In a recent post, I criticized conservative pundits who've portrayed the administration’s health care reform proposal as a move toward "socialized medicine." Opponents of the so-called "public option" seem to be among the most eager to frame these reforms as a wholesale government takeover of the health care industry.
As I've said, I believe this is a false argument. But underneath this bit of conservative sophistry is a fundamental truth about the nature of our health care dilemma.
The debate over national heath care is really a debate over social priorities. For many opponents of the Obama plan – most of whom legitimately fear that the public option is a backdoor to single-payer – the central question in this debate is whether those who have health insurance should be compelled through the tax system to financially support those who lack insurance. Progressives tend to see this as a no-brainer – health care is, after all, a "basic right" – but the issue becomes increasingly complicated when we begin to consider expensive medical innovations that are available to only the wealthiest citizens.
If every American is entitled to health care, what level of care should be provided to each American? Should every citizen be afforded access to the most cutting edge medical technology? I think most progressives would agree that we cannot provide every citizen with the best possible care – the cost would be far too high. So how do we decide which illnesses should take precedence, and which procedures should be funded?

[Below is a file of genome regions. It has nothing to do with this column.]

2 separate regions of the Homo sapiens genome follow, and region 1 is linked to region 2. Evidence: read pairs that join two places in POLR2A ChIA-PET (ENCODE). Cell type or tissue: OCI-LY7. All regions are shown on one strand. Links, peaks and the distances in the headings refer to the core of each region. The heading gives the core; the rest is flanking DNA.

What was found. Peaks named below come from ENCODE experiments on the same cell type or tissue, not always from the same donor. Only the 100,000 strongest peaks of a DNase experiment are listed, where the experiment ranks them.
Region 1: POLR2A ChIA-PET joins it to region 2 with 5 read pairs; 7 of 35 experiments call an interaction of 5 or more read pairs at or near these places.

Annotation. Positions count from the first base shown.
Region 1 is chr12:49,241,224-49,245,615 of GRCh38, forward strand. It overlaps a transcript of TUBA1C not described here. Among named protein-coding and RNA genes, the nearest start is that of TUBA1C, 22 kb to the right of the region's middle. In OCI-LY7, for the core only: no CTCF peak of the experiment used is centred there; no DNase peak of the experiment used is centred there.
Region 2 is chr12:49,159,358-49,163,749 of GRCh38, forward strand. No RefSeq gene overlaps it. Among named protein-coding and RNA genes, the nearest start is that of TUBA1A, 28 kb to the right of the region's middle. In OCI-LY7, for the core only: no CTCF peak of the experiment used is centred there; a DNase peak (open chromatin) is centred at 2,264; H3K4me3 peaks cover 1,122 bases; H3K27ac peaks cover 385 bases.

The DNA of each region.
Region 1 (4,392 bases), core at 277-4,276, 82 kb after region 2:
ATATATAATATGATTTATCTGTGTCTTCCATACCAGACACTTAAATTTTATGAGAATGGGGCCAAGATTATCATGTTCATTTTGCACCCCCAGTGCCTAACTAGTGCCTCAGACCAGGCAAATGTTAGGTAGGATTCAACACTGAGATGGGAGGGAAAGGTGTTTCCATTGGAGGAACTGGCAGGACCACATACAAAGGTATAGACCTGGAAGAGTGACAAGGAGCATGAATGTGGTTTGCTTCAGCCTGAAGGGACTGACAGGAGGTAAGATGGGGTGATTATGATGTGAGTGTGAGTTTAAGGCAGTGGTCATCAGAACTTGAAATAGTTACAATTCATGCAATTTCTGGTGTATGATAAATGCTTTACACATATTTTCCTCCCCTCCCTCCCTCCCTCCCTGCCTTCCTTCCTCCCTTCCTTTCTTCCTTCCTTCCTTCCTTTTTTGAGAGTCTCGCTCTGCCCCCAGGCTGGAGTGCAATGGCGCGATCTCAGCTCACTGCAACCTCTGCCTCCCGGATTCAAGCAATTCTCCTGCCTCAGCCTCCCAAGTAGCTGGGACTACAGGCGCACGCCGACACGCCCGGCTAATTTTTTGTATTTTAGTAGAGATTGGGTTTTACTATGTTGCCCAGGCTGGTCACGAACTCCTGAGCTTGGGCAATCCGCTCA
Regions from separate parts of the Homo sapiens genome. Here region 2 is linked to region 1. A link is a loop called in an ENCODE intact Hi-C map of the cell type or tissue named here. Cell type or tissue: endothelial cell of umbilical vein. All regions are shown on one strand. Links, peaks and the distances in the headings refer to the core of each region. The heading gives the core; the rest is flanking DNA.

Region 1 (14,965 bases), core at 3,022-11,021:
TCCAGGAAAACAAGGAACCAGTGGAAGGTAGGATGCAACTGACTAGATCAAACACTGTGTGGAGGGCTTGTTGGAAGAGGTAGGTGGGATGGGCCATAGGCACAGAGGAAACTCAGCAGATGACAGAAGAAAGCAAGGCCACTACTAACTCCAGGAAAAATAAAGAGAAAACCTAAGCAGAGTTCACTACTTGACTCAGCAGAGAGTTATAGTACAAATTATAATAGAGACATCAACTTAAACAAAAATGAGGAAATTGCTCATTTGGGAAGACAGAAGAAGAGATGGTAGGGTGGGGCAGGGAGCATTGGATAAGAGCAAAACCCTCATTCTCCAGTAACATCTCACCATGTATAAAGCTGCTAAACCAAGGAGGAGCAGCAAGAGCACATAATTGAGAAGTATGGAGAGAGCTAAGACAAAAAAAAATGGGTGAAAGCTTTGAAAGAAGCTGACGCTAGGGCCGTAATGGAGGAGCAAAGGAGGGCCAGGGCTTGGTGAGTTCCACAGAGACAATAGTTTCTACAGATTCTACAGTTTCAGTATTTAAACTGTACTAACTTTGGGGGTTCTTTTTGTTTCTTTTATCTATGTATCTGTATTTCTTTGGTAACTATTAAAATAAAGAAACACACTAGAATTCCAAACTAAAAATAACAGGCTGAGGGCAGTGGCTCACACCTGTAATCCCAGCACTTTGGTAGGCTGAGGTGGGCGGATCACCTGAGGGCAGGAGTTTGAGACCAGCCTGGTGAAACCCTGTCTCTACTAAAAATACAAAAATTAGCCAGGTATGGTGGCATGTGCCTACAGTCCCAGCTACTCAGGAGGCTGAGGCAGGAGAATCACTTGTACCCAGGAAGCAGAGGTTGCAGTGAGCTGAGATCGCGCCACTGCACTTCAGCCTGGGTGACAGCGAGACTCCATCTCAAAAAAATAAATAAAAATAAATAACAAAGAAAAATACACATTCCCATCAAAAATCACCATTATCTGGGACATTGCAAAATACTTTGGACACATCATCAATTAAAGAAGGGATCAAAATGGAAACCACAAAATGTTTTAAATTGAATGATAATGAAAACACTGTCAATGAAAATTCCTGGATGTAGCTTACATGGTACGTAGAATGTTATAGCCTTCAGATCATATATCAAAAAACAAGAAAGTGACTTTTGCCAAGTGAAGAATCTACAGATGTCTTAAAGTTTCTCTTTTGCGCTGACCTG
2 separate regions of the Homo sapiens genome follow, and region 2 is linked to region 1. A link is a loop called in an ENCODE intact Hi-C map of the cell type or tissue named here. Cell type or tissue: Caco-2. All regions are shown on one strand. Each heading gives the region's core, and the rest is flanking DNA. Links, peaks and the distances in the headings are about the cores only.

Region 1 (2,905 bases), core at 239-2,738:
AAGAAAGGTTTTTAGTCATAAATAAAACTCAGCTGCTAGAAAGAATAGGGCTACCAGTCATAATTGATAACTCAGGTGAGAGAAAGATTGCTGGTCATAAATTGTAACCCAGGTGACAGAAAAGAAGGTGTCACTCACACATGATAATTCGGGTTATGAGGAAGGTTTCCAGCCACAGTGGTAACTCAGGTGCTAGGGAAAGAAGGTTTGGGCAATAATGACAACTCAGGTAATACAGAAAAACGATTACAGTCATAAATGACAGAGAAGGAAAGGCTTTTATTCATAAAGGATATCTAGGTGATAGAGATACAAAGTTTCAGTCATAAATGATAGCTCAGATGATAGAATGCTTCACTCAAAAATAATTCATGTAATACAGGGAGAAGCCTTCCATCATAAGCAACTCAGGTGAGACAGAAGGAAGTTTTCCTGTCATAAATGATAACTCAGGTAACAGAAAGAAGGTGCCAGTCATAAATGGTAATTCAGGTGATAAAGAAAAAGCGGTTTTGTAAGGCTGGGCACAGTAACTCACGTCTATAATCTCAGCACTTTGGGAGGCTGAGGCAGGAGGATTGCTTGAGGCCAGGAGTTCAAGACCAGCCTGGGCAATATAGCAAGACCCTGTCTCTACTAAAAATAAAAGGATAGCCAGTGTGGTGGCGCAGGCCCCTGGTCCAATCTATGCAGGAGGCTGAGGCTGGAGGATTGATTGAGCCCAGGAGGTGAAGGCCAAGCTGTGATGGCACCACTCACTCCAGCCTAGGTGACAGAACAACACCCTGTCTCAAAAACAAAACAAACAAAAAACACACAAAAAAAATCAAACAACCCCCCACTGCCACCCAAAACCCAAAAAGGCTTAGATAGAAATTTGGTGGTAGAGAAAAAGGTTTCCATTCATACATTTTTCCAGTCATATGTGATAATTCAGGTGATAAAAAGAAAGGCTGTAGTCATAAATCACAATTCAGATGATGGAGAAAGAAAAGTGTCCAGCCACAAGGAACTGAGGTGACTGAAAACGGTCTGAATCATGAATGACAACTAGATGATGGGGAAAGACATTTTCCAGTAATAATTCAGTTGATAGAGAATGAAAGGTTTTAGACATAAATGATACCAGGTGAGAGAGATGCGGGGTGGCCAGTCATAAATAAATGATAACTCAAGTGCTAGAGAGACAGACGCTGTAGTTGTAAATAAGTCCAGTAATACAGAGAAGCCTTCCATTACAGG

The Obama administration’s push to address these difficult questions through comparative effectiveness research not only oversimplifies an extremely complex problem – it also ignores the moral dimensions of the problem. Those who criticize the inequity and inefficiency of the market must describe what they believe are the best – and most ethical – ways to prioritize treatment through the government.
These are not simply scientific questions; they are questions that involve serious moral judgment. We live in a country with limited resources and unlimited wants – this is the fundamental economic problem that all societies face. If the market is no longer rationing health care resources, the government must. But so far, those who advocate broader government control of the health care industry have been hesitant to acknowledge this point – or to explain their moral priorities.
It’s true that the government will not be taking over the health care system, but if we do move toward single-payer – as many progressives would like – the government may be purchasing most people's care. Even with their enormous bargaining power, the feds simply cannot afford to fund our unlimited wants.
There will have to be tradeoffs, and those who support a single-payer system should be honest about those tradeoffs.
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